Hewlett Packard Co has completed the certification of Linux on its servers and workstations with evaluation assurance level 3 of the Common Criteria security evaluation and is now looking to the next level.
The certification is an important security consideration for North American and European government agencies and departments and puts Palo Alto, California-based HP’s hardware running Linux on the same level as rival IBM Corp.
HP has certified both Red Hat Inc Enterprise Linux and Novell Inc’s SuSE Linux running on its ProLiant and Itanium systems at evaluation assurance level (EAL) 3 with Controlled Access Protection Profile (CAPP). IBM achieved the same with Red Hat in August and SuSE in January.
With EAL3 and CAPP completed, HP is looking to the next level of certification, according to HP’s Linux business strategist, Mike Balma, including potentially EAL4 and multilevel secure (MLS) functionality.
The company has the option to go up a level to EAL4, and also expand the protection profile support at EAL3 to include the LSPP Labeled Security Protection Profile or the RPACC Role-Based Access Control Protection Profile, according to Balma. We are definitely interested in level 4, he told ComputerWire. There are options to do other profiles as well.
Red Hat has already stated that it has the intention to certify its forthcoming Enterprise Linux 4 on IBM’s mainframe and Power-based servers as well as x86, Intel Itanium and AMD64 servers and workstations, while Novell SuSE has previously targeted the end of the year for EAL4 certification.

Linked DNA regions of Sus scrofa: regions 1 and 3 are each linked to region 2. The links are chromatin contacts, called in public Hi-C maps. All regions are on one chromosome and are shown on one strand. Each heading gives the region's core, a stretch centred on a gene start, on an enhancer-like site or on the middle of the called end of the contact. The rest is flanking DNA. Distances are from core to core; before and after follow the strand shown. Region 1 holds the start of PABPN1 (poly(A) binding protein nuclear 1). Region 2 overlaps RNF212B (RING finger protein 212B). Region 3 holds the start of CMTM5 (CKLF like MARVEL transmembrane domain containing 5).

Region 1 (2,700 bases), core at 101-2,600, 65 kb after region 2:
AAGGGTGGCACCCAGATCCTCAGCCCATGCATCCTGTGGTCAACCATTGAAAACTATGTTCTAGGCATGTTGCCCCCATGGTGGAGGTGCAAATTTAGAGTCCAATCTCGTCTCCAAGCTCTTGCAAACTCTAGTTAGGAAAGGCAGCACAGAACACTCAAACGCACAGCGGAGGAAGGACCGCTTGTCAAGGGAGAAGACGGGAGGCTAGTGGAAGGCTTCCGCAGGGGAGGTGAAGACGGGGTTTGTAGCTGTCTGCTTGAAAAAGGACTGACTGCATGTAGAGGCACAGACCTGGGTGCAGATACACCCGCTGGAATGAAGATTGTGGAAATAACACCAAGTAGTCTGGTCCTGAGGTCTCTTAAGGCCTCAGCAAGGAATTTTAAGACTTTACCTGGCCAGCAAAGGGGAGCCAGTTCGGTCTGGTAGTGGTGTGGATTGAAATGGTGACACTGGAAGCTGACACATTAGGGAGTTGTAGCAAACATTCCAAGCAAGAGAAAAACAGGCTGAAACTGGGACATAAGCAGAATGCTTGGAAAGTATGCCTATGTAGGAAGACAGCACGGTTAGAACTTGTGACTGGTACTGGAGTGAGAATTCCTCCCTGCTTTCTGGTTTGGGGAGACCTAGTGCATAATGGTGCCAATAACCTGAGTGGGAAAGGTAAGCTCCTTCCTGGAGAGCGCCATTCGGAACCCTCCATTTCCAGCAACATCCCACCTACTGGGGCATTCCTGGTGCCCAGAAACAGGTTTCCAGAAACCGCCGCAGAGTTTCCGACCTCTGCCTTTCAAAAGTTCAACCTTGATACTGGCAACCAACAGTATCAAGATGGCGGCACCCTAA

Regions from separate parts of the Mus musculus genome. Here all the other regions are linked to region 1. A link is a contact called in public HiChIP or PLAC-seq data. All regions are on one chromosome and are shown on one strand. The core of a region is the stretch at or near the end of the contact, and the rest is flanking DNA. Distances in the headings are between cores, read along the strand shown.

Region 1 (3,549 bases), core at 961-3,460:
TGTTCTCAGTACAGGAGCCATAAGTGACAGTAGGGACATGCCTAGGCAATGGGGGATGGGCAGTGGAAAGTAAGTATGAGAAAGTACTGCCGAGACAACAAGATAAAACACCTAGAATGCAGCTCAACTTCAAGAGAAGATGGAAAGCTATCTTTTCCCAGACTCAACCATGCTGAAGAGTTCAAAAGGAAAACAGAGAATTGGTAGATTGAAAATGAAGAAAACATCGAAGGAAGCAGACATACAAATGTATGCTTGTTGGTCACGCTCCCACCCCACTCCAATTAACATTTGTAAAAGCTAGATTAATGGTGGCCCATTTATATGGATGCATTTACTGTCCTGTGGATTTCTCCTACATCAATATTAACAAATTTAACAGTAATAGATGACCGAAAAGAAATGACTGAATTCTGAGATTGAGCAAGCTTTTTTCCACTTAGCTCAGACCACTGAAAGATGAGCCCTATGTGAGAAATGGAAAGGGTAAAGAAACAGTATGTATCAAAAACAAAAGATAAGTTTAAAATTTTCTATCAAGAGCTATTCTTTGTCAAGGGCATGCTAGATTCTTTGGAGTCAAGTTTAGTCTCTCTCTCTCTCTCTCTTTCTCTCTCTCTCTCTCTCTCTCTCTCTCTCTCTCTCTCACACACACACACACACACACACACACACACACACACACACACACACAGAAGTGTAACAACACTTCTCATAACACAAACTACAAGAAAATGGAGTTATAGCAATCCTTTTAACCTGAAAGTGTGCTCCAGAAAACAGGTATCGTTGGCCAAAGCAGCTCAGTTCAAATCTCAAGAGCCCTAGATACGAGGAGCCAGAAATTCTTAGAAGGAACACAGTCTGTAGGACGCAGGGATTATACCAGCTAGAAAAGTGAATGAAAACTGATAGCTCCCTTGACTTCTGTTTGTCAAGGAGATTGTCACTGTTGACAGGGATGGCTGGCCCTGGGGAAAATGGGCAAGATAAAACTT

Balma was talking at the LinuxWorld Conference and Expo in London, where much of the talk among the assembled Linux community was of when the hardware suppliers would make pre-installed Linux desktop PCs widely available to both the business and consumer markets.
The collective response from the assembled Linux vendors was ‘when there is the demand’, however. The ecosystem just hasn’t developed to that level yet, said Balma, adding that the company was more than happy to supply Linux desktops to business customers through its services organization.
We want to make sure we enable it. In quantities, we will install it, pre-load it, no problem, he said. That still means potential customers have to actively search out a Linux desktop configuration, rather than simply being able to place an order with their supplier, but Balma denied that HP was being backward about coming forward.
We’ve tested and certified it on the commercial PC offering and selected laptops he said. And added a thin client for transaction oriented environments. That’s the next phase we see and we’ve responded to that with a fully available commercial product. We think we’re being pretty aggressive, he maintained. More aggressive than our competitors.